“It’s an established process that has just run a lot quicker than normal, taking days or weeks rather than months,” John explains. 

“The regulators have been collecting and analysing data as the trials are going on, instead of waiting for everything to be collected together at the end, and have prioritised COVID-19 work over everything else.”

As Professor Peter Openshaw from Imperial College London said in our recent webinar, “In this case, there’s been so much money poured into the process that it’s like the milk float has a police escort and all the traffic lights are on green. It doesn’t mean to say that the route that has been taken is any different. All the normal safety checks are in place.”

Rapid recruitment into clinical trials

Once a vaccine has been developed and tested in the lab it can take many months or even years to recruit enough participants for clinical trials. 

The quest for an effective, safe COVID-19 vaccine has mobilised tens of thousands of willing volunteers for clinical trials all over the world, who all want to do their bit to bring the pandemic to an end.

It’s also vital to have enough people with the disease in the population to do the statistical calculations needed to be sure that a vaccine is working. For example, by the time that a vaccine for Ebola was ready for clinical trials in the 2014 West Africa outbreak, the levels of the disease in the population were too low to show that it could prevent infection so the trials had to be paused.

“In the case of COVID-19, several trials were run in countries where there were very high numbers of cases, such as the US and Brazil, as well as the UK and Europe, so the trial teams could quickly reach the numbers needed to prove that their vaccines were effective. And in doing so roll out the vaccine quicker and save more lives in the long run.”

Betting on success

Under normal circumstances, pharmaceutical companies will wait for each phase of research to be completed before setting up for the next one. For example, they will wait for the results of small scale clinical trials before scaling up vaccine manufacture for larger studies.

Because of the urgency of the situation, many companies made the decision to start scaling up vaccine manufacture ahead of time, so there would be enough doses for larger trials.

“Many companies have invested in making vaccines ahead of time on the assumption that the results will be positive,” John explains. “It’s been a big risk, but it’s meant that as soon as there are positive results, they’ve had hundreds of thousands of doses ready to go on to the next stage.”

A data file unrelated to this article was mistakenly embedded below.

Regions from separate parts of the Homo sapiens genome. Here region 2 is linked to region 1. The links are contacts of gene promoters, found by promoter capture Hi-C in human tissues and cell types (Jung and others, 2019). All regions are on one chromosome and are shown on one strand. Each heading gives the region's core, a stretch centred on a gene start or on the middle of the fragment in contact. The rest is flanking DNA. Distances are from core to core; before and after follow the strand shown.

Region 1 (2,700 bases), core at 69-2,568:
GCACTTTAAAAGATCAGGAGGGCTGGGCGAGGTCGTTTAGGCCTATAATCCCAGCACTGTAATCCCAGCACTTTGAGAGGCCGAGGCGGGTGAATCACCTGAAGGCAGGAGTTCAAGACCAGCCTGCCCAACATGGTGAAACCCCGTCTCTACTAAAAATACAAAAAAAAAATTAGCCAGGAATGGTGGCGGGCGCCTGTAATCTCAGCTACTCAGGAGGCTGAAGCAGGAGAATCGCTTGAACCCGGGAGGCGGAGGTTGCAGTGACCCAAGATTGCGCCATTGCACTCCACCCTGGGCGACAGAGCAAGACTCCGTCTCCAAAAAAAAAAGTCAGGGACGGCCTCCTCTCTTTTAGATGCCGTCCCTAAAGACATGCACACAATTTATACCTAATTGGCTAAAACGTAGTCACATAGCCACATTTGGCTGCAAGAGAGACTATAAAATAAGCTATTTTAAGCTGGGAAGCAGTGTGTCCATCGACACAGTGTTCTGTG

The UK Government’s Vaccine Taskforce also moved swiftly and decisively to pre-order millions of doses of the most promising vaccines earlier in the year, so that they can be rolled out nationally as soon as they are approved.

Looking ahead

More than 1.5 million people worldwide have died with COVID-19 since the start of the pandemic, with many more left suffering from debilitating long term health effects

It’s reassuring to know that we are looking towards 2021 with not just one but multiple vaccine options coming through to help protect people around the globe. 

There are still things we need to know about these new vaccines, such as whether there are any long term side effects and how long immunity lasts. But the results from clinical trials so far - together with previous clinical trials of the same types of vaccines - suggest that the they are very safe, with only mild short term side effects such as a sore arm, tiredness or headaches.

“It’s understandable that the speed of the process might make people hesitant but it’s important to explain that everything has been done correctly and show where huge amounts of time have been saved,” John says. 

“The story of COVID-19 vaccines shows us that if you invest all your time and resources into one thing you can get amazing results, and this is an incredible achievement by the global scientific community that we should celebrate.”


The ZOE COVID Symptom Study will be playing an important role in monitoring the side effects and impact of the UK vaccination programme by asking users to log whether they have had a COVID-19 vaccine and if they are experiencing any side effects. Find out more about our vaccine monitoring programme on our blog.